TThis year’s Orkney International Science Festival will be opened by Prof. Tom Stevenson. He has the unique distinction of having spoken in every Science Festival since the first one in 1991, developing lecture/demonstrations on topics from superconductivity and energy technology to early radio at sea.
With him at the first Festival was a colleague from Edinburgh University, Dr David Renshaw, who demonstrated a new development – his new single microchip that has made possible the miniature video cameras of today on our phones and computers.
For his talk in this year’s Festival, Prof. Stevenson will look at the way in which technology has changed our lives in the past three decades, and then forward to the changes that may lie ahead for Orkney over the next 30 years.
Microelectronics in Edinburgh
Born in Quoyloo, he attended Stromness Academy before going on to study physics and instrument design at the University of Aberdeen. He had the privilege of being taught by Professor R.V. Jones who had been an adviser to Winston Churchill on scientific intelligence during the Second World War.
After graduating from Aberdeen he worked for Ferranti and then Wolfson Microelectronics. In 1980 he joined the staff of Edinburgh University, and completed a PhD while there. The working relationship with the university was a long one, and by the time he retired in 2012 he held a Personal Chair in Microelectronics Technology and was Operations Director of the Scottish Microelectronics Centre.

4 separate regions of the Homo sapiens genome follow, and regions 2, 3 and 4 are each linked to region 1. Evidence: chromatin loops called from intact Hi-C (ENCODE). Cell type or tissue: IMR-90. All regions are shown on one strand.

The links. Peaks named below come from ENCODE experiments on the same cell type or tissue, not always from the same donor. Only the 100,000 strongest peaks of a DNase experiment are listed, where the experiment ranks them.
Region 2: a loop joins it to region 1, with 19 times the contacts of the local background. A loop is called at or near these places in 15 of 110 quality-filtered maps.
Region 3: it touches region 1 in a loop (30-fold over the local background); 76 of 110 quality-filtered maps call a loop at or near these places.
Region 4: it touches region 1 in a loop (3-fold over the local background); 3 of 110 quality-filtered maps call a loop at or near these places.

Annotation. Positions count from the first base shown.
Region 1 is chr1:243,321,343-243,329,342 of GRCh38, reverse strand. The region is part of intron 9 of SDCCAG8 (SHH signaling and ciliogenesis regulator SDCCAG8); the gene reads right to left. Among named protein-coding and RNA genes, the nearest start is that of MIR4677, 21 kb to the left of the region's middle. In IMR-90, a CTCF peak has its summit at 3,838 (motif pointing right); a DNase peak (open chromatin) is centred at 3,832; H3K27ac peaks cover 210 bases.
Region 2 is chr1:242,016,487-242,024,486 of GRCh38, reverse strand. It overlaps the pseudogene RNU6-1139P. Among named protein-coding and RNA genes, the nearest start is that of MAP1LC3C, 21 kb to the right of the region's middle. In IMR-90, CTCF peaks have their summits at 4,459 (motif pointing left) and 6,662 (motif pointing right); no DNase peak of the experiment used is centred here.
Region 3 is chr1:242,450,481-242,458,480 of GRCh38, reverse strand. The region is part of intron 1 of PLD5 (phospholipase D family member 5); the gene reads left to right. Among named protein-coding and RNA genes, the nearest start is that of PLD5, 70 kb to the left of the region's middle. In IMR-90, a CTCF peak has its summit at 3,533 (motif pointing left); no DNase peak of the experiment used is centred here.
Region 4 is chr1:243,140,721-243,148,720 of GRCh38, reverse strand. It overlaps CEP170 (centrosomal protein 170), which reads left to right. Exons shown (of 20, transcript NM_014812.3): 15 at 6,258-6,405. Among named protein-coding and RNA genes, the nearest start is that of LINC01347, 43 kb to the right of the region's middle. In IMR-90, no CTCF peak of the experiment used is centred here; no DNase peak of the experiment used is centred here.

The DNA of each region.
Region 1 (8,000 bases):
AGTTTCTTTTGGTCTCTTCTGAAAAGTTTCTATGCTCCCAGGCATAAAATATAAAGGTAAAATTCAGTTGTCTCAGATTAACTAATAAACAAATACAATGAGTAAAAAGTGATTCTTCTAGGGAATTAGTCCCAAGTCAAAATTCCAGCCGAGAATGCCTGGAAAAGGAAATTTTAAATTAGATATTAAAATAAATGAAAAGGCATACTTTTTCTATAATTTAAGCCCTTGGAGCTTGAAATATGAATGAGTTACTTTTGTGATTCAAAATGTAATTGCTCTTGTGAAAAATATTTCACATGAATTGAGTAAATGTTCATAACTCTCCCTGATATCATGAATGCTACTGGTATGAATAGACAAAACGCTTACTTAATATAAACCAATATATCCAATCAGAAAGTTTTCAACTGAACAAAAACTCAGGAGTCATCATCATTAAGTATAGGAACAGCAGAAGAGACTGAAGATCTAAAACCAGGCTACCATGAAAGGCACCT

Museum of Communication
Prof. Stevenson has been involved with the Museum of Communication in Burntisland, Fife, for over 30 years, having been a longstanding colleague and friend of the late founder of the collection, Harry Matthews.
Prof. Heinz Wolff, who opened the first Orkney Science Festival in 1991, went on to become a good family friend and Patron of the Museum of Communication.
With the Festival this year being delivered online, Prof. Stevenson’s opening talk, ‘As Far As Thought Can Reach’, will be accessible to anyone anywhere with internet access. He will highlight some of the developments in technology in the thirty years since the first Orkney Science Festival and then look forward to see what the next three decades might have in store for Orkney. For energy, for work, for survival, he asks – how will Orkney look in the world of 2050?